This Creepy Invasive Plant Is Wreaking Havoc In North America

The Giant hogweed, a long-stemmed plant originally from Central Asia, is currently spreading like wildfire around certain parts of the United States and Canada. Not only is it drowning out the local flora, it's also a noxious weed that, when touched, can cause blisters, long-lasting scars — and even blindness. » 7/17/14 4:40pm 7/17/14 4:40pm

Invasive 'crazy ants' are nastier and far tougher than we imagined

There's an arms race going on right now between two species of invading ants, the tawny crazy ant and the fire ant. These arch-rivals are currently warring for dominance in the southern U.S., but it now appears the crazies are going to win — the result of a remarkable chemical defensive measure. » 2/13/14 11:20am 2/13/14 11:20am

Is New York about to be invaded by ice-loving cockroaches?

Last year, workers in New York City's High Line park found some unusual-looking cockroaches they'd never seen before. And now, two biologists have identified the bugs as a species from Japan, pictured here (male on the left, female on the right) which can survive in icy weather that kills typical American roaches. New… » 12/09/13 10:46am 12/09/13 10:46am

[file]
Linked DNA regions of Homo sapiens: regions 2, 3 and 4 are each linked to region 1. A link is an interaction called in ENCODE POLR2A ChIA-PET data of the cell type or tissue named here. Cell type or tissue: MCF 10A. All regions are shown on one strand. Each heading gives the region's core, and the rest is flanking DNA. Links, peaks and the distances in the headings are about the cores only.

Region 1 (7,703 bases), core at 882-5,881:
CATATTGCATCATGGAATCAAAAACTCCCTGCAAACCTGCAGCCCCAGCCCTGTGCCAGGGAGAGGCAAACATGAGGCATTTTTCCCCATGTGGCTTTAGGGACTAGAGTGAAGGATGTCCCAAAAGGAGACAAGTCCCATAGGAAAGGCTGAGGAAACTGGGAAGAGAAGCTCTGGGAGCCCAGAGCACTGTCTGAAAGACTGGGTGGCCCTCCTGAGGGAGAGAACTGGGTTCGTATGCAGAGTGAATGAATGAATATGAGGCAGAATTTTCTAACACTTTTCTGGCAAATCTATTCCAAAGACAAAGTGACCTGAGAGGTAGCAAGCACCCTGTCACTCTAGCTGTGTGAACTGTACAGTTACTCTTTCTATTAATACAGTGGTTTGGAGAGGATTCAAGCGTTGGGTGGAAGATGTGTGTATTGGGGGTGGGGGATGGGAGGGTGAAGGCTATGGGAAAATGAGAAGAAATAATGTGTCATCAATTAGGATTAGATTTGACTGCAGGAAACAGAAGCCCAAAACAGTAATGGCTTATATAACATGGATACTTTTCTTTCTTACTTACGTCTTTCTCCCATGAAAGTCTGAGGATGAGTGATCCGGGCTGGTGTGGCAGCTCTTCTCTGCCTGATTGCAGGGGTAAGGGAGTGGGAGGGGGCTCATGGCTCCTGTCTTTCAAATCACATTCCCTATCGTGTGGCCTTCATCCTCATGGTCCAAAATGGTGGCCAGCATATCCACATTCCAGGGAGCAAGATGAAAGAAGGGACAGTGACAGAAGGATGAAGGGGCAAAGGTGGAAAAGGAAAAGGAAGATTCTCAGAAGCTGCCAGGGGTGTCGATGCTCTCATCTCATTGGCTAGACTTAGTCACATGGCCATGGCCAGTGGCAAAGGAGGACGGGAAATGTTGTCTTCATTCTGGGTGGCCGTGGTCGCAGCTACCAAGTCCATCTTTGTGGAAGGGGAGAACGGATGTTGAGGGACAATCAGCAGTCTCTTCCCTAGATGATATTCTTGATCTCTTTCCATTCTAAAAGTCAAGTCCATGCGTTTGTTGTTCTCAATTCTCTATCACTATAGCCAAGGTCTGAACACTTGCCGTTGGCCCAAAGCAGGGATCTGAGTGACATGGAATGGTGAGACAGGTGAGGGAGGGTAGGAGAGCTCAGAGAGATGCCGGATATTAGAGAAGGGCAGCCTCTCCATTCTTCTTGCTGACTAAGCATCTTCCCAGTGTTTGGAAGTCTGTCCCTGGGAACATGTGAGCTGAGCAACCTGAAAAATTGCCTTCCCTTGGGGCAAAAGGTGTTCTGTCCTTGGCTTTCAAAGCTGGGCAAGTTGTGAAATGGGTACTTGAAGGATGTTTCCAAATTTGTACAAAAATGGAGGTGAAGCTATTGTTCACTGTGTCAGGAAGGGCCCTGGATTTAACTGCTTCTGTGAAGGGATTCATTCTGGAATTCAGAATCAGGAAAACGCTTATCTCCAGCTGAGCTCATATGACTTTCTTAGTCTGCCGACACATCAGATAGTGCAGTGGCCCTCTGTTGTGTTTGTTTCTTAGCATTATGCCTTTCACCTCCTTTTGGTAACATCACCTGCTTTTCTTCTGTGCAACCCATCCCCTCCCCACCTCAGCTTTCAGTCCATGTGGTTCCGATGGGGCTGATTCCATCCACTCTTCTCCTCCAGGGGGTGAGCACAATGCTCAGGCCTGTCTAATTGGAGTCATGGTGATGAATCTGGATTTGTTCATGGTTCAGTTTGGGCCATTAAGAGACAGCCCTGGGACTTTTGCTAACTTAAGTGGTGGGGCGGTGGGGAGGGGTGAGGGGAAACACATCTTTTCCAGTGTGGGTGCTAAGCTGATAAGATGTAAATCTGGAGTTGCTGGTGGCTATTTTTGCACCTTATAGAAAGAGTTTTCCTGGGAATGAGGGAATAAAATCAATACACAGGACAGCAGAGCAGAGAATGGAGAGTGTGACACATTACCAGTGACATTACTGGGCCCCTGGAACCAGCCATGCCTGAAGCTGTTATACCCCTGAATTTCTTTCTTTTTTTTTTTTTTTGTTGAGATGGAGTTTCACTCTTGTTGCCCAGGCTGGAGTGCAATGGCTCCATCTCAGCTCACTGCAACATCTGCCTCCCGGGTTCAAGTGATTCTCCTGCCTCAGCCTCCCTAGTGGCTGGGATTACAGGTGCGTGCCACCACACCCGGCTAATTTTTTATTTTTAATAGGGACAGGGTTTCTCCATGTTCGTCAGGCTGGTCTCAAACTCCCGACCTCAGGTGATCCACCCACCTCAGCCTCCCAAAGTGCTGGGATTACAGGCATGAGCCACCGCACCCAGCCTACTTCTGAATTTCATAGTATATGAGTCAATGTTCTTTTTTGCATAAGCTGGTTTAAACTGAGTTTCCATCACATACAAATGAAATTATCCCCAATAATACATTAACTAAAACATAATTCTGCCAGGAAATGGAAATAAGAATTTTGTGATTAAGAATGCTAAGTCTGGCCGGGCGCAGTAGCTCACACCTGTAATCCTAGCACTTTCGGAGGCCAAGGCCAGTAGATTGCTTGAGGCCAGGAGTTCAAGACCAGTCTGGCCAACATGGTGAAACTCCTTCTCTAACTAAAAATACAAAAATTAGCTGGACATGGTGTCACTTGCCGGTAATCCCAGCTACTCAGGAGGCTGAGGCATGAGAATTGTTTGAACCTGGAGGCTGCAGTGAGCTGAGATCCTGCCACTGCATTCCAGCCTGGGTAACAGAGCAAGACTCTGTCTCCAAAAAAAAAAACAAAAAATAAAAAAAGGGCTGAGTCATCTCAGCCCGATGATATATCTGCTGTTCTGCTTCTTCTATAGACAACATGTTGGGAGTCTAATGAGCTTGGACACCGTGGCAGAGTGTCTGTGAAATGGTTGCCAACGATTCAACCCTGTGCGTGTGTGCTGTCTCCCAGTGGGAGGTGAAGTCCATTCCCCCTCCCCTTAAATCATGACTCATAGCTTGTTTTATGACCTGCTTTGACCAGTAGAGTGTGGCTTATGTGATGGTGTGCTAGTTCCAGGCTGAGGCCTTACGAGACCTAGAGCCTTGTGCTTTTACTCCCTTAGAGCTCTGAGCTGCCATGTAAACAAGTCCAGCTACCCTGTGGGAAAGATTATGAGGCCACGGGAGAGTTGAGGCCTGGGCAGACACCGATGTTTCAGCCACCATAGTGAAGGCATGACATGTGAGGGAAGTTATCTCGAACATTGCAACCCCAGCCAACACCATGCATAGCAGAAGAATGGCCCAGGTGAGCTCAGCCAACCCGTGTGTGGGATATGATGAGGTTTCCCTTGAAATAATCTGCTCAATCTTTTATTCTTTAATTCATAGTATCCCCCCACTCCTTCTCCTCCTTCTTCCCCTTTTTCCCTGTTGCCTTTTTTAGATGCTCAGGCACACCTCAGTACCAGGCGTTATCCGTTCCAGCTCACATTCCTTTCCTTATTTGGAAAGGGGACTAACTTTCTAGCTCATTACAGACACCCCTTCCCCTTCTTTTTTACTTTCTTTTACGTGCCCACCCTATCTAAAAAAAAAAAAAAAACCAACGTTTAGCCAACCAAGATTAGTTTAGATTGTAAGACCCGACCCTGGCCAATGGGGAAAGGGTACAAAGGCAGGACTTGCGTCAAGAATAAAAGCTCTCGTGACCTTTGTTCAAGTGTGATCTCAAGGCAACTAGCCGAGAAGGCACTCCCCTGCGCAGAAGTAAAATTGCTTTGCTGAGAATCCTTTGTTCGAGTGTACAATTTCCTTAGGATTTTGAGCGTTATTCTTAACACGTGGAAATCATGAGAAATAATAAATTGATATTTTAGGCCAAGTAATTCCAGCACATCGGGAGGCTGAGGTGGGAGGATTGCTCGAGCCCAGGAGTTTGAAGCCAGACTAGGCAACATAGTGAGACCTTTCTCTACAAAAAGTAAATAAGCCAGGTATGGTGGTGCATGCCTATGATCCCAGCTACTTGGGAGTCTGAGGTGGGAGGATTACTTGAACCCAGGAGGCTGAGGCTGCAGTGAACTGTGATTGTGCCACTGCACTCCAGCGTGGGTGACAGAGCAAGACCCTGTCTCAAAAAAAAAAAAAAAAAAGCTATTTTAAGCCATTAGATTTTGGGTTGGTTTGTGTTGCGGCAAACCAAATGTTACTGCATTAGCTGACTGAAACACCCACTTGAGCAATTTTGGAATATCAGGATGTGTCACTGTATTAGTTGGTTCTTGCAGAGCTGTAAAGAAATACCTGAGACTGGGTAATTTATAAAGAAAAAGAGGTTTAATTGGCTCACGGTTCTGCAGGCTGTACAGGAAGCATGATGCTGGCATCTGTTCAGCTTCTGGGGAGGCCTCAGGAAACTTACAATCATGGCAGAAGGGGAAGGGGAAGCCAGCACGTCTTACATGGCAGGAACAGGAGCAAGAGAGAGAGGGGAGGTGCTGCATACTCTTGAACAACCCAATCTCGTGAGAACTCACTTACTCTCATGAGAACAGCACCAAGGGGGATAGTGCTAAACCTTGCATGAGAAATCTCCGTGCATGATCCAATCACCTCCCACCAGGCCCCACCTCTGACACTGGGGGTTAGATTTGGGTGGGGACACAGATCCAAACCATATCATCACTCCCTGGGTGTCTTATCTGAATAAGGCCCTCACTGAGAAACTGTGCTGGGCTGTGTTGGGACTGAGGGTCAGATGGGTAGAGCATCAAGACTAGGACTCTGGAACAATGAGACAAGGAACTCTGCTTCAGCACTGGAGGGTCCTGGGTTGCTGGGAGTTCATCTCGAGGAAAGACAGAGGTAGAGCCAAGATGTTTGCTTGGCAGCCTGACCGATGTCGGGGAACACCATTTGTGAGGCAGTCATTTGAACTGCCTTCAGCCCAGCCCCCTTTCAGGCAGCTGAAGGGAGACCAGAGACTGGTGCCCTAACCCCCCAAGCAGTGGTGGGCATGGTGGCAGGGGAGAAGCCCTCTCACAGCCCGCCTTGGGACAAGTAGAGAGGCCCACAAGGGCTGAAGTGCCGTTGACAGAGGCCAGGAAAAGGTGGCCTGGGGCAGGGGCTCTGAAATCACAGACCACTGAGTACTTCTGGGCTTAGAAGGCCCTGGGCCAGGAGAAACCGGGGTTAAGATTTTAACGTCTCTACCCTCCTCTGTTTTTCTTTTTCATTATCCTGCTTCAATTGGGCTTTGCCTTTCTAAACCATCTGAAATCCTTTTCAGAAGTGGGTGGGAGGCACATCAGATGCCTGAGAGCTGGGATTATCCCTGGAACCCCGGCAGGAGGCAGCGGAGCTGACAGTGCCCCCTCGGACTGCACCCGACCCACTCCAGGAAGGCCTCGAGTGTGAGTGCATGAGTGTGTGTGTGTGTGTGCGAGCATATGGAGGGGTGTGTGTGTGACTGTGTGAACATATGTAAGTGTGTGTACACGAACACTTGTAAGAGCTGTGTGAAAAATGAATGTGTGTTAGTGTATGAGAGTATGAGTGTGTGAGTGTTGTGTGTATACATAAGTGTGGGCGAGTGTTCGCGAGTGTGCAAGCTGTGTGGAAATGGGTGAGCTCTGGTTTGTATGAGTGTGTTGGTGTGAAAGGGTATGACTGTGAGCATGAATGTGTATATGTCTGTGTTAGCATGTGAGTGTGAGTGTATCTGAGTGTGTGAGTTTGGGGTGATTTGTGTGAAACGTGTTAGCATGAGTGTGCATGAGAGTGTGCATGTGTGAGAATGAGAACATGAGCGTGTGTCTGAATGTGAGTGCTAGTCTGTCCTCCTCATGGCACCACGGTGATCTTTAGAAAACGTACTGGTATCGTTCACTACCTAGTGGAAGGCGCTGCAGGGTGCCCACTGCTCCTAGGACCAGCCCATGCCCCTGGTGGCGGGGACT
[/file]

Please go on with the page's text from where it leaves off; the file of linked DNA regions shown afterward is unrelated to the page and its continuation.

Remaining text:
U.S. To Drop Toxic Mice On Guam's Invasive Snakes

Last September we told you about how snakes are turning Guam into a spider-infested horror show. The island's brown tree snake population has reached epic proportions and is now threatening Guam's native bird species, along with neighboring islands. But where the U.S. government dropped shells on the island back in… » 2/22/13 11:20am 2/22/13 11:20am

The Massive Project to Wipe Out 180 Million Galapagos Island Rats

Back in the 17th century, Norway and black rats were introduced to the Galapagos Islands by whalers and buccaneers. Since that time they have become an absolute menace, by feasting on the eggs and hatchlings of the islands' native species. But now, in a $1.8 million project to preserve this precious ecosystem, the… » 11/15/12 10:59am 11/15/12 10:59am